Mark Veens (49.13)
3:40.10 Q
7 1 6 France Simon Dufour (55.82)
Hugues Duboscq (1:02.16)
Franck Esposito (52.60)
Frédérick Bousquet (49.73)
3:40.31 Q
8 1 5 Canada Chris Renaud (56.26)
Morgan Knabe (1:00.88)
Shamek Pietucha (53.27)
Yannick Lupien (50.15)
3:40.56 Q
9 1 4 Russia Vladislav Aminov (56.53)
Dmitry Komornikov (1:01.70)
Igor Marchenko (53.75)
Denis Pimankov (48.85)
3:40.83
10 1 3 Sweden Mattias Ohlin (57.05)
Martin Gustavsson (1:01.86)
Daniel Carlsson (53.30)
Stefan Nystrand (48.67)
3:40.88
11 3 6 Ukraine Volodymyr Nikolaychuk (56.41)
Oleg Lisogor (1:01.84)
Denys Sylantyev (52.99)
Vyacheslav Shyrshov (49.81)
3:41.05
12 2 3 Brazil Alexandre Massura (55.83)
Eduardo Fischer (1:03.49)
Fernando Scherer (53.80)
Gustavo Borges (49.19)
3:42.31
13 2 1 South Africa Simon Thirsk (56.88)
Brett Petersen (1:02.51)
Theo Verster (53.52)
Nicholas Folker (49.53)
3:42.44 AF
14 3 8 Croatia Gordan Kožulj (56.52)
Vanja Rogulj (1:02.19)
Miloš Milošević (54.08)
Duje Draganja (49.94)
3:42.73 NR
15 3 2 Spain David Ortega (55.68)
Santiago Castellanos (1:03.15)
Daniel Morales (53.91)
Javier Botello (50.02)
3:42.76
16 1 2 Switzerland Philipp Gilgen (57.31)
Remo Lütolf (1:01.64)
Philippe Meyer (53.95)
Karel Novy (49.88)
3:42.78 NR
17 2 7 Israel Eithan Urbach (56.12)
Tal Stricker (1:02.65)
Yoav Meiri (54.54)
Yoav Bruck (50.08)
3:43.39 NR
18 3 7 Argentina Eduardo Germán Otero (58.00)
Sergio Andres Ferreyra (1:02.73)
Pablo Martín Abal (53.96)
José Meolans (48.92)
3:43.61
19 1 8 Kyrgyzstan Aleksandr Shilin (57.88)
Alexander Tkachev (1:03.69)
Konstantin Ushkov (54.05)
Sergey Ashihmin (51.08)
3:46.70
20 3 1 Cuba Rodolfo Falcón (55.97)
Gunter Rodríguez (1:05.40)
Yohan García (55.65)
Marcos Hernández (49.86)
3:46.88
21 2 8 China Fu Yong (58.34)
Zhu Yi (1:03.35)
Ouyang Kunpeng (53.96)
Xie Xufeng (51.72)
3:47.37
22 1 1 Malaysia Alex Lim Keng Liat (58.48)
Elvin Chia (1:03.18)
Anthony Ang (55.70)
Allen Ong (50.96)
3:48.32
023 2 6 Finland Jani Sievinen (56.49)
Jarno Pihlava
Tero Välimaa
Jere Hård
DSQ
024 2 2 Poland DNS

Final[edit]

Rank Lane Nation Swimmers Time Time behind Notes
1 3 United States Lenny Krayzelburg (53.87)
Ed Moses (59.84)
Ian Crocker (52.10)
Gary Hall, Jr. (47.92)
3:33.73 WR
2 2 Australia Matt Welsh (54.29)
Regan Harrison (1:01.48)
Geoff Huegill (51.33)
Michael Klim (48.17)
3:35.27 1.54 OC
3 4 Germany Stev Theloke (55.07)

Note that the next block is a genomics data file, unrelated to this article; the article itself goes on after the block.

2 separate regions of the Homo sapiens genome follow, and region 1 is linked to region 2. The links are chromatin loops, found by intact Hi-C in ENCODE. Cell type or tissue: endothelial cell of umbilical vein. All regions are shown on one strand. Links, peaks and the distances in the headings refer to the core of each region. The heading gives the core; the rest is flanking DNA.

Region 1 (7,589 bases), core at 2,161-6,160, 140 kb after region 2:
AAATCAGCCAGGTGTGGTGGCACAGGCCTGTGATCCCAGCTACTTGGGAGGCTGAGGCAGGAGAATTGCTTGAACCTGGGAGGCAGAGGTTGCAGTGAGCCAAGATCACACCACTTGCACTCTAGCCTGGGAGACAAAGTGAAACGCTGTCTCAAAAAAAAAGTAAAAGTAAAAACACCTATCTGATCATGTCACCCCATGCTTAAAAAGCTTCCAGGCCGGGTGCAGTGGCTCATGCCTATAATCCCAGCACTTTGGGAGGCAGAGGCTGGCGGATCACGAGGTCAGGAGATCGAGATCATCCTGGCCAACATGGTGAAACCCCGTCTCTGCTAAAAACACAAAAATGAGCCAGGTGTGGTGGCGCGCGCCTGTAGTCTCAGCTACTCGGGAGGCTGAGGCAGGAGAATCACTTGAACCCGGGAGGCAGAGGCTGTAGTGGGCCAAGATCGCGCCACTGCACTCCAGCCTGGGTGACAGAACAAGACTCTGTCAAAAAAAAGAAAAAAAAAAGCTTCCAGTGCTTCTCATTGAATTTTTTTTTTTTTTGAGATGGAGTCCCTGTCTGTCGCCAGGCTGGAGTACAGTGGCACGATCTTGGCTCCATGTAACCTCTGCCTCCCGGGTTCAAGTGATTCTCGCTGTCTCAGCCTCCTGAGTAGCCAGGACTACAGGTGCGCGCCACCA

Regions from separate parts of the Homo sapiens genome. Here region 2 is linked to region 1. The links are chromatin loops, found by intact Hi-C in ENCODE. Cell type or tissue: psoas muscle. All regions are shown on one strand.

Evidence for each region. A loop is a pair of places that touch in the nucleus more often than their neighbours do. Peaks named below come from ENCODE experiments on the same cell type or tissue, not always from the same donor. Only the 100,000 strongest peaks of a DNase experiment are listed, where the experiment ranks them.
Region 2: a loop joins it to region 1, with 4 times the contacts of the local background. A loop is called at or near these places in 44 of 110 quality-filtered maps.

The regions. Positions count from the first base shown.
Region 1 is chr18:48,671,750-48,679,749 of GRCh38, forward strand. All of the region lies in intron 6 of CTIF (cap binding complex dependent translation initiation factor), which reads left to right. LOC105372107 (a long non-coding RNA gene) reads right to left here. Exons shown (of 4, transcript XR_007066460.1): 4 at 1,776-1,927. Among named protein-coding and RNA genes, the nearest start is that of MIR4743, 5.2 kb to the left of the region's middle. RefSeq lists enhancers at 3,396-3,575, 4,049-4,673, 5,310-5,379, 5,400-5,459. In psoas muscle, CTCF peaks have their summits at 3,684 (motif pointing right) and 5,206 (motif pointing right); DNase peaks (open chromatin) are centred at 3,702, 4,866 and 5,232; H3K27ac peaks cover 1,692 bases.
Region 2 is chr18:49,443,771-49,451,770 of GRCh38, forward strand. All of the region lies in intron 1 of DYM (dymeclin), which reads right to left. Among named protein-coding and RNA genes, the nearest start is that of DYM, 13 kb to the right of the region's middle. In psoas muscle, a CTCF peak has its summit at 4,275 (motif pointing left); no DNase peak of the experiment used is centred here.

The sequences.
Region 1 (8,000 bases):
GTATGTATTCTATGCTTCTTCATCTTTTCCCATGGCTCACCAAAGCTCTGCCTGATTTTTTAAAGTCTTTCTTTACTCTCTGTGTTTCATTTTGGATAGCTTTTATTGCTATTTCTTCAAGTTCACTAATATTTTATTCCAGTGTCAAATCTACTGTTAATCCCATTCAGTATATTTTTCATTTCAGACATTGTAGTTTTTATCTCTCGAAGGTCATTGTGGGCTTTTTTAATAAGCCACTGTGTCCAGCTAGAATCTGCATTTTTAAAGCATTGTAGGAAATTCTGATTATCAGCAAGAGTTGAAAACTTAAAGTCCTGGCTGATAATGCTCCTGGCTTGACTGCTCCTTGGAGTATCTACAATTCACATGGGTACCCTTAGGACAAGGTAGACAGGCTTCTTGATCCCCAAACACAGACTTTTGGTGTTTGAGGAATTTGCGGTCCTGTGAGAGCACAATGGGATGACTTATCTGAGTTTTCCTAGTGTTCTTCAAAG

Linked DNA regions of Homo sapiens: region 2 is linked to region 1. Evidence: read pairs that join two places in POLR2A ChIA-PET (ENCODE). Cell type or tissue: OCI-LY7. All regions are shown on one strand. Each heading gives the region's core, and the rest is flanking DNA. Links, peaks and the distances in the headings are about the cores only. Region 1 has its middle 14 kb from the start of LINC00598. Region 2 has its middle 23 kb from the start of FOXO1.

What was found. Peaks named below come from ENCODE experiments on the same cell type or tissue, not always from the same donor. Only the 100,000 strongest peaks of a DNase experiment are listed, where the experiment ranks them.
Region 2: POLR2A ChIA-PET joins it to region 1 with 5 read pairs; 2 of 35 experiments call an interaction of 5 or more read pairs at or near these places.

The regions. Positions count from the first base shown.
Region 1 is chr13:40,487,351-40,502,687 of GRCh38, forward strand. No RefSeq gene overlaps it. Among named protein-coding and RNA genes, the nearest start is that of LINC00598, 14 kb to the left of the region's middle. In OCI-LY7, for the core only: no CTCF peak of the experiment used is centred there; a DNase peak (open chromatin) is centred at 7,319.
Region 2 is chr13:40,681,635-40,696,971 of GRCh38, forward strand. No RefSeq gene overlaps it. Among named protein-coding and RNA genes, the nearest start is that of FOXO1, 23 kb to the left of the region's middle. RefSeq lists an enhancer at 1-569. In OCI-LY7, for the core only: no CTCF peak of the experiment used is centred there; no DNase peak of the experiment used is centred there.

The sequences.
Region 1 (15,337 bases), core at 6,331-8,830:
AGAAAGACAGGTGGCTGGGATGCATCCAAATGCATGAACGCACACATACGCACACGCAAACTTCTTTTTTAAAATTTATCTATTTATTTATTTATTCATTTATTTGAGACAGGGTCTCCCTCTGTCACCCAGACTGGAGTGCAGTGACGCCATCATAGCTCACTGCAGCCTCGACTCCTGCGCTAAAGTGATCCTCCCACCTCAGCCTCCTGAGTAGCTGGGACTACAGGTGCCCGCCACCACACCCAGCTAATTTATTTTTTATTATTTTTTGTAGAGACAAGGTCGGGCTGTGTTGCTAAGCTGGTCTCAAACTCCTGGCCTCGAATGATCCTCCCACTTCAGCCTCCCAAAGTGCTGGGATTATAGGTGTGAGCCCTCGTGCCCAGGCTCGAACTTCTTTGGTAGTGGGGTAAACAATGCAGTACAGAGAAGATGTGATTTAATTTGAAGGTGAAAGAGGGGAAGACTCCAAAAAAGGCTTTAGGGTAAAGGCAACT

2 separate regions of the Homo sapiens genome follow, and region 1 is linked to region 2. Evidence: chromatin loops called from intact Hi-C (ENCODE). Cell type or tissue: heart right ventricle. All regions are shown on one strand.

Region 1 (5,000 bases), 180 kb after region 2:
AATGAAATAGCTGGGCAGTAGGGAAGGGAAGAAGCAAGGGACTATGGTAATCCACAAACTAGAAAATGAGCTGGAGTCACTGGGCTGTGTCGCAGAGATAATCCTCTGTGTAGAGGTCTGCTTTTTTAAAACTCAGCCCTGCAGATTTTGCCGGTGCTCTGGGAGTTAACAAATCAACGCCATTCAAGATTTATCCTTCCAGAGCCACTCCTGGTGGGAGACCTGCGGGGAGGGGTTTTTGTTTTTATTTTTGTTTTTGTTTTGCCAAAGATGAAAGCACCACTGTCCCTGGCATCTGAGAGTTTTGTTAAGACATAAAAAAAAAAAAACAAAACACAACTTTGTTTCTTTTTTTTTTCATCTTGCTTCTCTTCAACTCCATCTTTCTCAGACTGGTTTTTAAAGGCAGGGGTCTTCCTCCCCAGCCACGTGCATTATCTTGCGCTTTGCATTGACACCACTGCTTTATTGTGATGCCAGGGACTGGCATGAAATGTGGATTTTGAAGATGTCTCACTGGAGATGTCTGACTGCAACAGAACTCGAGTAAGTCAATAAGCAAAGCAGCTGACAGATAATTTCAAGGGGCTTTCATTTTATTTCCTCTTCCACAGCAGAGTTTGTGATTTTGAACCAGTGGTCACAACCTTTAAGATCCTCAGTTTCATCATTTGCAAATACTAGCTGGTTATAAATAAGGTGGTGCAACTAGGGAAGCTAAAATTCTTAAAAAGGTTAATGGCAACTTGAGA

Jens Kruppa (1:00.52)
Thomas Rupprath (52.14)
Torsten Spanneberg (48.15)
3:35.88 2.15 EU
4 7 Netherlands Klaas-Erik Zwering (56.83)
Marcel Wouda (1:01.20)
Joris Keizer (52.26)
Pieter van den Hoogenband (47.24)
3:37.23 3.80 NR
5 5 Hungary Péter Horváth (55.90)
Károly Güttler (1:01.23)
Zsolt Gáspár (52.95)
Attila Zubor (49.01)
3:39.09 5.36
6 8 Canada Chris Renaud (55.66)
Morgan Knabe (1:01.23)
Mike Mintenko (52.66)
Craig Hutchison (50.33)
3:39.88 6.15
7 1 France Simon Dufour (55.67)
Hugues Duboscq (1:01.69)
Franck Esposito (52.80)
Frédérick Bousquet (49.86)
3:40.02 6.29
8 6 Great Britain Neil Willey (56.49)
Darren Mew (1:01.76)
James Hickman (52.53)
Sion Brinn (49.41)
3:40.19 6.46

References[edit]

  1. ^ "Swimming schedule". Australian Broadcasting Corporation. 14 September 2000. Retrieved 14 May 2013. 
  2. ^ Fitzpatrick, Frank (23 September 2000). "U.S. Swimmers Didn't Take A Back Seat Australia Was Expected To Dominate In The Pool At This Olympics. The Americans Proved That Wrong". The Philadelphia Inquirer. Retrieved 26 June 2013. 
  3. ^ Clarey, Christopher (23 September 2000). "Sydney 2000: Swimming; U.S. Makes Biggest, and the Final, Waves". New York Times. Retrieved 26 June 2013. 
  4. ^ a b "Thrilling conclusion". Sports Illustrated (CNN). 22 September 2000. Retrieved 28 June 2013. 
  5. ^ "Thompson wins eighth gold medal". ESPN. 22 September 2000. Retrieved 26 June 2013. 
  6. ^ a b Whitten, Phillip (23 September 2000). "Olympic Day 8 Finals – Complete". Swimming World Magazine. Retrieved 28 May 2013. 
  7. ^ a b c "Sydney 2000: Swimming – Men's 4×100m Medley Relay Heats" (PDF). Sydney 2000. LA84 Foundation. pp. 349–351. Retrieved 26 June 2013. 

External links[edit]